London - Gold traded near a three-week high in London as the US Federal Reserve said interest rates will remain low, boosting demand for the precious metal as an alternative investment.
Fed Chair Janet Yellen said the central bank plans to keep its interest-rate target low for a considerable time after it ends bond-buying, sending the Bloomberg Dollar Spot Index to the lowest level this month. The central bank said it would cut bond purchases by another $10 billion, to $35 billion, as expected by analysts. Gold ended a 12-year rally in 2013 on expectations that the central bank would scale back stimulus put in place to fuel growth.
“The FOMC policy statement did not contain major surprises, although at the margin, the general tone was probably more dovish than expected,” analysts including Edel Tully at UBS AG said in a report. “In effect, the lack of an aggressive Fed is gold-supportive.”
Gold for immediate delivery rose 0.3 percent to $1,281.42 an ounce at 10:23 a.m. in London, according to Bloomberg generic pricing. The precious metal climbed to $1,284.96 on June 16, the highest level since May 27, amid concern that unrest in Iraq and Ukraine would increase demand for bullion as a haven.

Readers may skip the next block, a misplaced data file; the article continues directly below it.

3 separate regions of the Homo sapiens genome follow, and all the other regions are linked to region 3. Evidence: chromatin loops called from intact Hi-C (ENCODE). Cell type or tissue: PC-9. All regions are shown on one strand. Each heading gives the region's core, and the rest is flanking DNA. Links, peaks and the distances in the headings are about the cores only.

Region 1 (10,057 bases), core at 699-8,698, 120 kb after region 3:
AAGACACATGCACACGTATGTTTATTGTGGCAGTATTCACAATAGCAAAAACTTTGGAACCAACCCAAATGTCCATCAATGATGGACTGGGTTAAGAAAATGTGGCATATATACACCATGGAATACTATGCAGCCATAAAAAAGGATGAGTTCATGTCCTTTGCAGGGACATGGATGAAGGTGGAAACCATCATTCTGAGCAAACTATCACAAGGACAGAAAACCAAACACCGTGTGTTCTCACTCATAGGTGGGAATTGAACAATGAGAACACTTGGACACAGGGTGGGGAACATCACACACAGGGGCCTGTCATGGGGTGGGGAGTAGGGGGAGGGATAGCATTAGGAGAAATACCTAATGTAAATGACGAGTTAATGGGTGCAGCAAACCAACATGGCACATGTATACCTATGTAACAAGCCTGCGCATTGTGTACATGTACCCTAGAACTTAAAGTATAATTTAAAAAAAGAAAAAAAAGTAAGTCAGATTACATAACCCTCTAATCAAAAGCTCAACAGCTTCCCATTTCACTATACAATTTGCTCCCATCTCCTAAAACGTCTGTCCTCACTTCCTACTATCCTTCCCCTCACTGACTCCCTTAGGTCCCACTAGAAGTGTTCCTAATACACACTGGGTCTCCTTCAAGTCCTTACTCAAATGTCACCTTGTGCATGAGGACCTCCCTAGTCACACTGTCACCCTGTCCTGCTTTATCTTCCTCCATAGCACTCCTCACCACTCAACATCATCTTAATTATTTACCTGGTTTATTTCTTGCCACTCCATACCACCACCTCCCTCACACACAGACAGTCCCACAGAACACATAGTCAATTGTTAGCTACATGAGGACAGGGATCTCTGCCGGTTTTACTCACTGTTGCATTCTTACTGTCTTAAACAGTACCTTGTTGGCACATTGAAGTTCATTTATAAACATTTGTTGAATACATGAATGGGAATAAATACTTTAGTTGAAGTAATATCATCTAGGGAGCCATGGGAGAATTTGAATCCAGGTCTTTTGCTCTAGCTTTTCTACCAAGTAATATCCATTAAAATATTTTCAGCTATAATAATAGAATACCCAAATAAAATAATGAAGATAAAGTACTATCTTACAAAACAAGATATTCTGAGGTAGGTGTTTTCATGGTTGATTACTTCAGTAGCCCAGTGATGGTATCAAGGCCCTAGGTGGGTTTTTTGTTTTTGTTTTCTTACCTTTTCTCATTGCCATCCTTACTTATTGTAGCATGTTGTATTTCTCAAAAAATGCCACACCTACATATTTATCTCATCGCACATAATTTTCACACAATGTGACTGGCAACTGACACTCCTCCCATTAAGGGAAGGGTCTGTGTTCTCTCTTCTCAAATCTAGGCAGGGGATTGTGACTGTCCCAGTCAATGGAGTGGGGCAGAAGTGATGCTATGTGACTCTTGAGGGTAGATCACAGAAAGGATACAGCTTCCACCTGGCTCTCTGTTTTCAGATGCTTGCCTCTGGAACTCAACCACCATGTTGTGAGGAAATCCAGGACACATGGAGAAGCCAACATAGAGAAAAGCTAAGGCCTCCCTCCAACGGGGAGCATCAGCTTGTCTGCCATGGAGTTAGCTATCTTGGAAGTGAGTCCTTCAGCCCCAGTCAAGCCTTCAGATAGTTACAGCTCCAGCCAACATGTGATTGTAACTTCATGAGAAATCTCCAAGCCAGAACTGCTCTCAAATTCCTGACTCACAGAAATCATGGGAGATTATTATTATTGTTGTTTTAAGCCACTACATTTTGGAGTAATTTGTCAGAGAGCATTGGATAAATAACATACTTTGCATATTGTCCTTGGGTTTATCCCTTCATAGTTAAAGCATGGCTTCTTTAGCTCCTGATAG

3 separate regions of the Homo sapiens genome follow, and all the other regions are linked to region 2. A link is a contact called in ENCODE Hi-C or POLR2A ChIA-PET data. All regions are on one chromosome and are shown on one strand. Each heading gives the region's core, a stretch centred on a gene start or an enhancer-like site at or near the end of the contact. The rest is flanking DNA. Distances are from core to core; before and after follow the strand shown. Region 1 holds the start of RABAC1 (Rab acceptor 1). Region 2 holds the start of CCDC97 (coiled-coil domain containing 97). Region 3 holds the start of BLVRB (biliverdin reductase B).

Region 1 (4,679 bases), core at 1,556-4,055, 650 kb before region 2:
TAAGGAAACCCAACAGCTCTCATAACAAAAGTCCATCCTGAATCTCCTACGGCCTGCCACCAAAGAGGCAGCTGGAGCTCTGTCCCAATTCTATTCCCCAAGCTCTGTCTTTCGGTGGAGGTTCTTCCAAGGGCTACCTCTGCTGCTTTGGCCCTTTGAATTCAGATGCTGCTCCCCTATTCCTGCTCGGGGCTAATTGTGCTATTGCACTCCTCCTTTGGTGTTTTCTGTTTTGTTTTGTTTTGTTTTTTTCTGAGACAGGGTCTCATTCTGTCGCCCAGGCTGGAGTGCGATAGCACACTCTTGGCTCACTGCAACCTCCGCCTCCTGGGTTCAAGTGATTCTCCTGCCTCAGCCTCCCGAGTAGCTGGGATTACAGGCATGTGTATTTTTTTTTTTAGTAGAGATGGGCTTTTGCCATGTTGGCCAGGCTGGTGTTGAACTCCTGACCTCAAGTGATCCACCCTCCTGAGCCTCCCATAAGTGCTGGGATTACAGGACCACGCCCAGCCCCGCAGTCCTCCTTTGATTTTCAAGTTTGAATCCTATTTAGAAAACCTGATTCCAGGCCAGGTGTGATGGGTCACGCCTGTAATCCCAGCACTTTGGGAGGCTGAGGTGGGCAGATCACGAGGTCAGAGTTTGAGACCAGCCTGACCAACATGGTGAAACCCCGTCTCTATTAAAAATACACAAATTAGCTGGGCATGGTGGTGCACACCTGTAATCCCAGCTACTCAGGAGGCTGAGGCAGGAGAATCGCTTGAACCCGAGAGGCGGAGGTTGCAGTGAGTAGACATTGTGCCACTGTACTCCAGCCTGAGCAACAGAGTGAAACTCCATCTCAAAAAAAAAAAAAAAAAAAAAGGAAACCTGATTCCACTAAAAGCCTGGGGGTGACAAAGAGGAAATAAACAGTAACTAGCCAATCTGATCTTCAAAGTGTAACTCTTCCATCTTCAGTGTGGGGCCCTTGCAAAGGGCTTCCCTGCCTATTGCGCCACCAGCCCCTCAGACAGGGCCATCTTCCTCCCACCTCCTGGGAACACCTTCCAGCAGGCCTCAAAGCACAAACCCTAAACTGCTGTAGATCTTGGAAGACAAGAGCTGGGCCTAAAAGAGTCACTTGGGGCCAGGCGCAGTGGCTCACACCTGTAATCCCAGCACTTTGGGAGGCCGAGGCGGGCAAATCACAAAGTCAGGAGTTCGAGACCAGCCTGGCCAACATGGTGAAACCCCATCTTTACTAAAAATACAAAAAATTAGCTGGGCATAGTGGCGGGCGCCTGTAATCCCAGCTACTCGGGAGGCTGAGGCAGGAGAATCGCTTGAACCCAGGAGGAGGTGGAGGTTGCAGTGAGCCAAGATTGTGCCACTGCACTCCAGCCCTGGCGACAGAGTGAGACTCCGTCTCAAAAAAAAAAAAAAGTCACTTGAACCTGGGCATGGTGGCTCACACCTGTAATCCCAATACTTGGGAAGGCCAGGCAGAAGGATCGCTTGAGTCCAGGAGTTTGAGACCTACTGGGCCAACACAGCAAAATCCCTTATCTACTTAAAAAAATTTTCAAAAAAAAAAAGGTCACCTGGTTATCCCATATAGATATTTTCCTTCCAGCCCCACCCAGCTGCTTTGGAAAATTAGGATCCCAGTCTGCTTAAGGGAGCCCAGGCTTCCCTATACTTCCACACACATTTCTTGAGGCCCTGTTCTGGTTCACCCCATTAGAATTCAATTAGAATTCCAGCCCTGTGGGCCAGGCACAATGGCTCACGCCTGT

Gold for August delivery increased 0.7 percent to $1,281.80 an ounce on the Comex in New York. Futures trading volumes were 16 percent lower than the average for the past 100 days for this time of day, according to data compiled by Bloomberg.
The Federal Open Market Committee cut asset purchases at the end of a two-day meeting for the fifth straight time. Fed participants estimated long-term growth for the US economy of 2.1 percent to 2.3 percent, compared with 2.2 percent to 2.3 percent in March and 2.5 percent to 2.8 percent in January 2010 in the wake of the most recent recession.
Silver for immediate delivery rose 0.4 percent to $19.969 an ounce after climbing earlier to $19.9779, the highest level since May 14. Platinum added 0.4 percent to $1,456.63 an ounce, while palladium advanced 0.1 percent to $826.70 an ounce.
Platinum producers in South Africa are seeking more meetings with the biggest union to discuss a compromise on new pay demands delaying a settlement of a 21-week strike. The Association of Mineworkers and Construction Union submitted additional terms that companies say are unaffordable. South Africa is the biggest platinum and second-largest palladium producer. - Bloomberg